He lingers over thisall-important task of destroying the family, and bringing the child under theexclusive mental and moral control of the government. Nothing ever written, bythe present author or others, to persuade parents of the folly of imaginingthey can undo the damage of public education at home, can make the point asclearly as Dewey himself, speaking as a general in the opposing army.

It is obvious to anyobserver that in every western country the increase of importance of publicschools has been at least coincident with a relaxation of older family ties.What is going on in Russia appears to be a planned acceleration of this process.For example, the earliest section of the school system, dealing with childrenfrom three to seven, aims... to keep children under its charge six, eight andten hours per day, and in ultimate ideal... this procedure is to be universaland compulsory. When it is carried out, the effect on family life is tooevident to need to be dwelt upon.... [78-9]

Unfortunately, it seems thatonce this universal and compulsory "ideal" has been achieved, itseffect on family life ceases to be so "evident" to parents whosechildren are currently being hollowed out by it, scoop by scoop. In the earlierstages of the spiritual enslaving of man, the perpetrators knew exactly whatand whom they had to defeat, and saw the task as formidable. Their intellectualheirs of today have merely to complete the final clean-up of Satan's workshop-- the hard work has already been done by Dewey and other pioneers ofcompulsory public education.

Dewey, in identifying thehurdles on the path to complete collectivist social control, helps us tounderstand exactly what government educators are aiming at today, as theycomplete the progressive annihilation of mankind.

I do not see how any honesteducational reformer in western countries can deny that the greatest practicalobstacle in the way of introducing into schools that connection with sociallife which he regards as desirable is the great part played by personalcompetition and desire for private profit in our economic life.... The Russianeducational situation is enough to convert one to the idea that only in asociety based upon the cooperative principle can the ideals of educationalreformers be adequately carried into operation. [86]

In short, progressiveschools, if they are to produce the desired collectivist mentality, will do somost effectively within the broader societal context of communism. Hence:

While an American visitormay feel a certain patriotic pride in noting in how many respects an initialimpulse came from some progressive school in our own country, he is at oncehumiliated and stimulated to new endeavor to see how much more organically thatidea is incorporated in the Russian system than in our own. [106-7]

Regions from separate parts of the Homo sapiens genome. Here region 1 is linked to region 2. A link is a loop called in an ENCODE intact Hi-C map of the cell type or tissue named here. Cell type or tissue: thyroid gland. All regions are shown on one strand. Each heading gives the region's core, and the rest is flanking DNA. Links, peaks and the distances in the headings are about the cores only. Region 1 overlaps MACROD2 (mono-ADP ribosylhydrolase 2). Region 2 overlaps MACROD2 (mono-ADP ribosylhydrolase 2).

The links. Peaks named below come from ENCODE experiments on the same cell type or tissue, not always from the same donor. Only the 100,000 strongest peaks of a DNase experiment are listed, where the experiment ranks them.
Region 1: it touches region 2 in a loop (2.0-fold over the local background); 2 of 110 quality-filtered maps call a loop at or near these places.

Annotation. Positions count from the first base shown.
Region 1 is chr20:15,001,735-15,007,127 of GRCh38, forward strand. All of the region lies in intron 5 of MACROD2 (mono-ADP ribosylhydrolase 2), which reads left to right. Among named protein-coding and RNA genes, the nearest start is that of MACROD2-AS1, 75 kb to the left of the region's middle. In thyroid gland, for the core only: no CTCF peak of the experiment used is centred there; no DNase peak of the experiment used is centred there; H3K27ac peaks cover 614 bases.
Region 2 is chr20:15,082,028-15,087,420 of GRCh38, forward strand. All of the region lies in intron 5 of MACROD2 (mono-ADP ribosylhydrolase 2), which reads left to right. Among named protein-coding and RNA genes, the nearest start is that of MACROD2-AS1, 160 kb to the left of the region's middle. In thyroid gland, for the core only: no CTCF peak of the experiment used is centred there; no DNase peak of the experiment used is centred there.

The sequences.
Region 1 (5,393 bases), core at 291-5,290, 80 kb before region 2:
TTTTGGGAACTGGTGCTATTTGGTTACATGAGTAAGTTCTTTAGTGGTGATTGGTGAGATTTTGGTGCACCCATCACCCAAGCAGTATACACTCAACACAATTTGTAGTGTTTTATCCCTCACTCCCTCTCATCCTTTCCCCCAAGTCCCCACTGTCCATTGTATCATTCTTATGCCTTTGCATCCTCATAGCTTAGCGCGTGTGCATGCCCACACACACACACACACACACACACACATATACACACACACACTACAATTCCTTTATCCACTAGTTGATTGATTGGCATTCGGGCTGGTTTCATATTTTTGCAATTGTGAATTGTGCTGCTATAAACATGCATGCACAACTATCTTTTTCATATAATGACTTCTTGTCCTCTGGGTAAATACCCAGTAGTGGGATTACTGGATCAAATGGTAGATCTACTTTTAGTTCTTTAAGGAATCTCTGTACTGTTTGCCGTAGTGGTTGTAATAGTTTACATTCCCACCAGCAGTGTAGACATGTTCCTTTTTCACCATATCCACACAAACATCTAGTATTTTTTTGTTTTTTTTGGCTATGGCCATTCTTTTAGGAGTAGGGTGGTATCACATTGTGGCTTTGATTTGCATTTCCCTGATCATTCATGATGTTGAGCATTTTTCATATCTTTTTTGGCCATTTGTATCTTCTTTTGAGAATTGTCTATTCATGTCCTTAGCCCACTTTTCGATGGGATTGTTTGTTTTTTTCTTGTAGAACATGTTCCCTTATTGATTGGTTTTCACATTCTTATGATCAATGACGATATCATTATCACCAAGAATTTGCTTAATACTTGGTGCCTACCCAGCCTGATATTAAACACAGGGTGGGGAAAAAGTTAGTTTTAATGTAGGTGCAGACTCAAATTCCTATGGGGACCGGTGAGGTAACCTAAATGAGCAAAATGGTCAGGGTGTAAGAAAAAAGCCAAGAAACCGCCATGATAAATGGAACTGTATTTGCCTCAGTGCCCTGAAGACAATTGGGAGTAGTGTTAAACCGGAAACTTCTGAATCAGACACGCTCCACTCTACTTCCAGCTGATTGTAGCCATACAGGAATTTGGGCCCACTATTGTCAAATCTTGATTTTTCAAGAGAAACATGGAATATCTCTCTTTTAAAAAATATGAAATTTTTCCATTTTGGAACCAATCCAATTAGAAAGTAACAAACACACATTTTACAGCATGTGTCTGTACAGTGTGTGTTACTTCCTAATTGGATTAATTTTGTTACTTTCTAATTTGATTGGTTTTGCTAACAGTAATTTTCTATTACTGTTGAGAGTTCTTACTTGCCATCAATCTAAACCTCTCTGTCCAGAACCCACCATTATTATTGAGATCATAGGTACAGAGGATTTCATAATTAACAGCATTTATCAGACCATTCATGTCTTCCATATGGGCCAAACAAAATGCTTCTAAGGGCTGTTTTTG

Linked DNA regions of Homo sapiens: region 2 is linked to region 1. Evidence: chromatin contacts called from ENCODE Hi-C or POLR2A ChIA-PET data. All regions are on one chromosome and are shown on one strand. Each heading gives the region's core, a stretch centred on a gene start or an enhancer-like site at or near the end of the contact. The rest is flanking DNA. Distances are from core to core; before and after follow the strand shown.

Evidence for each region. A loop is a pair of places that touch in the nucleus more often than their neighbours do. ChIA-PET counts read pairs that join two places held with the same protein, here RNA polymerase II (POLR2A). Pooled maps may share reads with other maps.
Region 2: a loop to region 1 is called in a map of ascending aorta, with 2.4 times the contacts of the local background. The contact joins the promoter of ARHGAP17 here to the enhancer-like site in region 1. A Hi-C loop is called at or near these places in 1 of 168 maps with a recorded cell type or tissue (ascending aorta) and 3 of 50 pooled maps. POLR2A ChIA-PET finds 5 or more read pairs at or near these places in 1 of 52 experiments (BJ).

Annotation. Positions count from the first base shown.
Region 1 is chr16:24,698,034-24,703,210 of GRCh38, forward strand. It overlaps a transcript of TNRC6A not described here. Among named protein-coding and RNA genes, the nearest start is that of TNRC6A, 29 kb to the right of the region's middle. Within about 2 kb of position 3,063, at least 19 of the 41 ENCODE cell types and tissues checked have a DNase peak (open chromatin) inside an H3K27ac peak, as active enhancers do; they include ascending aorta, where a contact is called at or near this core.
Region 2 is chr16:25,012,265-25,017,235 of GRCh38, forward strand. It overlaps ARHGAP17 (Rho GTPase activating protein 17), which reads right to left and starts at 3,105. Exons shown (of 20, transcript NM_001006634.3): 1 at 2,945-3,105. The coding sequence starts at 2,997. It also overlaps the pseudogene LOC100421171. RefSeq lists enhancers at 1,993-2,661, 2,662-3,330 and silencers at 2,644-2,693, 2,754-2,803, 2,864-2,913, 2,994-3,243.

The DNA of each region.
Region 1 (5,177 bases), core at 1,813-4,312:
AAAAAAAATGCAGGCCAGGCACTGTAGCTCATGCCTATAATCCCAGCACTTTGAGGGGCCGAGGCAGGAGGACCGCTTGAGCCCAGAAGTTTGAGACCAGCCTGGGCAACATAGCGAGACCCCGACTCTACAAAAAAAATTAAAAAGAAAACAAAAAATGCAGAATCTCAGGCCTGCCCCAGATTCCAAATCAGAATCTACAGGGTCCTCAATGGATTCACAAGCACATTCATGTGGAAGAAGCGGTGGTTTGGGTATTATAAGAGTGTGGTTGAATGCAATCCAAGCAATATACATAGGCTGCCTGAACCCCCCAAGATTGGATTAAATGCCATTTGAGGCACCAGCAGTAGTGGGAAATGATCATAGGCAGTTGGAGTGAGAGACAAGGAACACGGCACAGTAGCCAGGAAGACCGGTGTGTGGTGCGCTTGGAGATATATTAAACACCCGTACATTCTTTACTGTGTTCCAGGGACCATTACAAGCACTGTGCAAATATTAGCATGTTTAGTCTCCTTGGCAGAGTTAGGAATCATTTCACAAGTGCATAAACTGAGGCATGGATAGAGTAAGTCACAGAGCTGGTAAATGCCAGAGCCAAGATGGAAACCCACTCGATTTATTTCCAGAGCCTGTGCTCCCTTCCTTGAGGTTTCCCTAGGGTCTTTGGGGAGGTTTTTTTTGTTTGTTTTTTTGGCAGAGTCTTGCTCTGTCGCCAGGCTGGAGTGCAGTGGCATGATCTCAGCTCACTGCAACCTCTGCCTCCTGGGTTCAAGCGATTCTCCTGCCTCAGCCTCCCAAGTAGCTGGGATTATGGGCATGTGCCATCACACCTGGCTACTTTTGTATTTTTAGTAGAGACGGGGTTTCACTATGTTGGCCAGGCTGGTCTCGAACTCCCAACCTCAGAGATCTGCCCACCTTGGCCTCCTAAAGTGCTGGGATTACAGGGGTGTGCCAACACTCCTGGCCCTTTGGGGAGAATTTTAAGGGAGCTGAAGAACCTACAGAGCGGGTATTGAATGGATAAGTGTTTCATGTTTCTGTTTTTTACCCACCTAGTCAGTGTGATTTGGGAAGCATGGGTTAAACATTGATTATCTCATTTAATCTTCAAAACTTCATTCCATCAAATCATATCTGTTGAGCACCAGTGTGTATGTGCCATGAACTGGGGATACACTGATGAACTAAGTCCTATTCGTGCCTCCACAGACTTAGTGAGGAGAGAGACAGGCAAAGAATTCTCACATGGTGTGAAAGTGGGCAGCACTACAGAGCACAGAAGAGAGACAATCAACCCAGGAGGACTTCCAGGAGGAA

That is, the theoreticalfoundation of all compulsory schooling in the developed world is most"organically" suited to implementation in a communist dictatorship.Lest anyone -- probably a graduate of teacher's college -- object here thatDewey was an ardent democrat, and in no way inclined towards authoritarianism,I conclude with this:

Perhaps the most significantthing in Russia, after all, is not the effort at economic transformation, butthe will to use an economic change as the means of developing a popularcultivation... such as the world has never known.... The main effort is noblyheroic, evincing a faith in human nature which is democratic beyond theambitions of the democracies of the past. [31-2]

For John Dewey -- yourteacher, your children's teacher, the world's teacher -- Stalinist Russia washistory's purest, noblest example of the democratic ideal. (That Dewey, likeStalin's other propagandizing apologists, suddenly became a Trotskyite when thedam of progressive lies burst, only reinforces his disingenuousness.) Sovieteducation, most "organically" suited to communist"democracy," was the highest achievement in world schooling, and agreat source of pride for Dewey, as it was his own system, carried out morecompletely than social conditions in the West permitted at that time.

Times have changed, however.Dewey has won. Ethical individualism is, in general, dead. Collectivistself-immolation and Dewey's superficial kaleidoscope of infantile "individuality" are the social norm. Private property andfamily are on their last legs. The West has largely been "freed from theload of subjection to the past." The "aesthetic" revolution ofgovernment education (aka propaganda) has borne its deformed,inedible fruit.

Earlier progressives hadfaith that political enslavement would pave the way to educational revolution.Their intellectual heirs have learned from history that the opposite nexus,pursued gradually, may result at last in a more firmly rooted universalauthoritarianism.

We are almost there.